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What Is an Inyanga?

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  • Written By: Mary McMahon
  • Edited By: Nancy Fann-Im
  • Last Modified Date: 05 December 2016
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An inyanga is a practitioner of traditional African medicine in South Africa. Izinyanga use a variety of tools in the practice of their trade, such as herbal medicines, ceremonies, and traditional magic. They may be male or female, and receive training through apprenticeship with experienced providers. Some organizations working on increasing access to medicine in Africa work with practitioners like izinyanga to educate members of the public and provide them with a range of options for medical treatment.

When a patient approaches an inyanga for treatment, she interviews the patient and the family, considering the whole body rather than the specific symptoms. In the branch of traditional African medicine practiced by these health care providers, illness is believed to be the result of an imbalance in the spirit or a social imbalance, and some practitioners may believe that illnesses have their roots in magic as well. The inyanga must consider the specifics of the case and decide how to proceed with treatment.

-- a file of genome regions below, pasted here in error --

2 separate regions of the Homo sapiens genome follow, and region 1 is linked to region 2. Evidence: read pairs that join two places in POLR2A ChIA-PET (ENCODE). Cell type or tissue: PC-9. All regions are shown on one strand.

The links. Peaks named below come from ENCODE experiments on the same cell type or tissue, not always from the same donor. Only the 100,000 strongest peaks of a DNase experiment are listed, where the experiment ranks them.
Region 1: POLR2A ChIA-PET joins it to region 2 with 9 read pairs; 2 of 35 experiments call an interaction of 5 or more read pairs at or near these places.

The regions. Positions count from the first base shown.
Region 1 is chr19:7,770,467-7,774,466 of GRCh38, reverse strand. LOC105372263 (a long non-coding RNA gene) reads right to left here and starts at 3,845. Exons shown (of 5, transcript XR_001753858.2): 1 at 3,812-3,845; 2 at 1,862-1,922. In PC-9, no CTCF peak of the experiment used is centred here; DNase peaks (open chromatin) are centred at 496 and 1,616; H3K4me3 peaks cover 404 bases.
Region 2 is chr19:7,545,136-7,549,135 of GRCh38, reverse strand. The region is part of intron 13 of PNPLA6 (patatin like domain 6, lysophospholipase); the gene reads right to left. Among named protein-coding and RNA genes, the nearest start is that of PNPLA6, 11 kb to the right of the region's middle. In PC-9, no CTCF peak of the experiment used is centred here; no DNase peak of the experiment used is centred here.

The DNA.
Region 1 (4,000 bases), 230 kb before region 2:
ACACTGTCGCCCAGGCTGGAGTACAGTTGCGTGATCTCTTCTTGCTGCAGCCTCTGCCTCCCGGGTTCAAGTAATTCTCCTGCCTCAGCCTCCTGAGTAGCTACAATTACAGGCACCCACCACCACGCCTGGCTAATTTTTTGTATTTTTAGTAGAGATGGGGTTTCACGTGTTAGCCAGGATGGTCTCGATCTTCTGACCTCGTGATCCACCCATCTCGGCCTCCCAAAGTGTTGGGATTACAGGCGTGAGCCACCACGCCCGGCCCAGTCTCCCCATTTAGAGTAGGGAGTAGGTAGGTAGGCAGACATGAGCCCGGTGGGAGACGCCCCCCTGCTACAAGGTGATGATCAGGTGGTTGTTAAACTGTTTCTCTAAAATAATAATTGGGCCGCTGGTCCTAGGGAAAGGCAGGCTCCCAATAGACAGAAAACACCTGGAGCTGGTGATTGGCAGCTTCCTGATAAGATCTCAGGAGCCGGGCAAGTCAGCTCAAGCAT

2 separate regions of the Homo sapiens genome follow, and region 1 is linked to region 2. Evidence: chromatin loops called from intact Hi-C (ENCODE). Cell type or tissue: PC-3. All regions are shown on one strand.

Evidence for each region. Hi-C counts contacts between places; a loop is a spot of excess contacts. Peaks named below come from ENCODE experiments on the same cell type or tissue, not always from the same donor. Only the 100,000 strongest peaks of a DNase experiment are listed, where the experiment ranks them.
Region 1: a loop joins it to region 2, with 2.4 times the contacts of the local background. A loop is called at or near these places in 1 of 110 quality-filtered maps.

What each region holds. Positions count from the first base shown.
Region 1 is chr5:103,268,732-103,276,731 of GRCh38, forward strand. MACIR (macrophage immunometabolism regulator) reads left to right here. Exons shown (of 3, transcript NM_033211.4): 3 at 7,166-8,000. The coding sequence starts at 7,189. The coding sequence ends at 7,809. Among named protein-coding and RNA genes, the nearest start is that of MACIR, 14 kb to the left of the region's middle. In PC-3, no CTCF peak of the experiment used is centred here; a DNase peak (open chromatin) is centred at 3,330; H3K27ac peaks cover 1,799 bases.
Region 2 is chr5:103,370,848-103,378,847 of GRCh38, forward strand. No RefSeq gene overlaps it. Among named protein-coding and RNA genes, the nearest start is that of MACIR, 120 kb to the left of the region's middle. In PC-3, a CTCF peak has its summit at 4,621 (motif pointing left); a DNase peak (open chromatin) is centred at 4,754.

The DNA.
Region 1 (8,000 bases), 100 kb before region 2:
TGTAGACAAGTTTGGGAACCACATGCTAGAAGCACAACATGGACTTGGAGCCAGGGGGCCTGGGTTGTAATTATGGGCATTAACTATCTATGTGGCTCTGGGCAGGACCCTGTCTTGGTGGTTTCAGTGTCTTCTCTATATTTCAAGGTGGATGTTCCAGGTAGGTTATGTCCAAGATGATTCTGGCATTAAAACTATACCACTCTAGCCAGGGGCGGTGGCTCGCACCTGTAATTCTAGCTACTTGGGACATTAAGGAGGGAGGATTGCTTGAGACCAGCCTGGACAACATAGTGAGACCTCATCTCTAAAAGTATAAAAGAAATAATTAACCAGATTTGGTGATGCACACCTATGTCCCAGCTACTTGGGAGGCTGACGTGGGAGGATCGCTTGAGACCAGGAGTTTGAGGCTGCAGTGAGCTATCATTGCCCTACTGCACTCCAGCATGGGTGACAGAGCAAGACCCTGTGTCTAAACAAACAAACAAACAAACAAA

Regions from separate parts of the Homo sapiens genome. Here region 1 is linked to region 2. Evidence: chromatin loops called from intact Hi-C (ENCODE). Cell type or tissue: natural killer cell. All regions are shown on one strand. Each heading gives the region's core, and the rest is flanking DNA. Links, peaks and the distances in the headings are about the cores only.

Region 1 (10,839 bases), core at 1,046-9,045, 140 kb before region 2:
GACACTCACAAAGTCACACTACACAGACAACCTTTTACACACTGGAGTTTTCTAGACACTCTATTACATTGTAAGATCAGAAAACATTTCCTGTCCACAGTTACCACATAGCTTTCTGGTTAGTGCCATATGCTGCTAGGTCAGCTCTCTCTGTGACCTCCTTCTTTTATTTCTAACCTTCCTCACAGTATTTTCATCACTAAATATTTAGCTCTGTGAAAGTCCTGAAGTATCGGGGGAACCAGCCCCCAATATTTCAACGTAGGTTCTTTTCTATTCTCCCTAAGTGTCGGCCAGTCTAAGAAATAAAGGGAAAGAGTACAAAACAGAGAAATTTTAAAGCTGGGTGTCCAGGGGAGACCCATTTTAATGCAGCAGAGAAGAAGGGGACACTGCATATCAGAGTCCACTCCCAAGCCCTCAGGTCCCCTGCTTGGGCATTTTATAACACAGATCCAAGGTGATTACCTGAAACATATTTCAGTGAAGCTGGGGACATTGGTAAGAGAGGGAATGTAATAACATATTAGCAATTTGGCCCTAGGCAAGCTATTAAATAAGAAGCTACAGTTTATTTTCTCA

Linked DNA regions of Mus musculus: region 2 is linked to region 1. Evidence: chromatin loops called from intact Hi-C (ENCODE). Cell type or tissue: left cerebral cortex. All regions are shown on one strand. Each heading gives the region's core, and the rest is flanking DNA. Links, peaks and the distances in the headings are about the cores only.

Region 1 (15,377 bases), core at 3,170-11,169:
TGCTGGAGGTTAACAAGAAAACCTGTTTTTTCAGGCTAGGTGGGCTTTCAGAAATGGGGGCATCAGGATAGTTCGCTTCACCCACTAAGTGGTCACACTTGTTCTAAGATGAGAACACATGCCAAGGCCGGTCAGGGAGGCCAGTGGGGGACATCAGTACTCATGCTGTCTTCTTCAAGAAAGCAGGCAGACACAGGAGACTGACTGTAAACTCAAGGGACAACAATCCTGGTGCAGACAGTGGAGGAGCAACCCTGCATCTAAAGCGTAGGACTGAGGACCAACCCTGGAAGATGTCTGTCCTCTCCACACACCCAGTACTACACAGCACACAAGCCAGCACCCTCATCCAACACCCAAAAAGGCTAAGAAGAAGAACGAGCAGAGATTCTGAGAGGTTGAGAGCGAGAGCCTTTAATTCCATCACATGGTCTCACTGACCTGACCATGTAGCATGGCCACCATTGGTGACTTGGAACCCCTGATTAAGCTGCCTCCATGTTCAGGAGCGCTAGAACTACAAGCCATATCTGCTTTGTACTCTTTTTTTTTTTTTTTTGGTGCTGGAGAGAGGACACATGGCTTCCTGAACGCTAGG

Herbal medicine is the primary avenue of treatment, and can include a variety of herbal products like leaves, flowers, roots, stems, and bark. Tisanes and other preparations are available for patients. The inyanga may also perform rituals to address spiritual imbalances. Patients can also consult a sangoma, a practitioner who relies on visions and divination to learn more about a health problem. These practitioners are more likely to use ceremonies in patient treatment than herbs.

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The inyanga can prepare an herbal medicament known as a muti to treat the patient. It may be applied topically or taken internally, depending on the circumstances of the case. In addition to herbs, izinyanga also use animal products in medical treatment. They may wildcraft components for health treatment or contract members of the community to collect them for trade or fees.

Like other fields of traditional medicine, these practices are not necessarily incompatible with allopathic medicine. It is possible for a conventional physician to integrate aspects of traditional and allopathic care or to work with an inyanga in the treatment of a patient. Researchers with an interest in patient outcomes and medical practices note that retaining traditional practices can be important for psychological reasons in the treatment of disease. Patients who feel free to seek treatment from providers who come from a variety of backgrounds may achieve better outcomes than those who are forced to adhere to an allopathic treatment, or who only seek treatment from an inyanga out of fear of conventional doctors.

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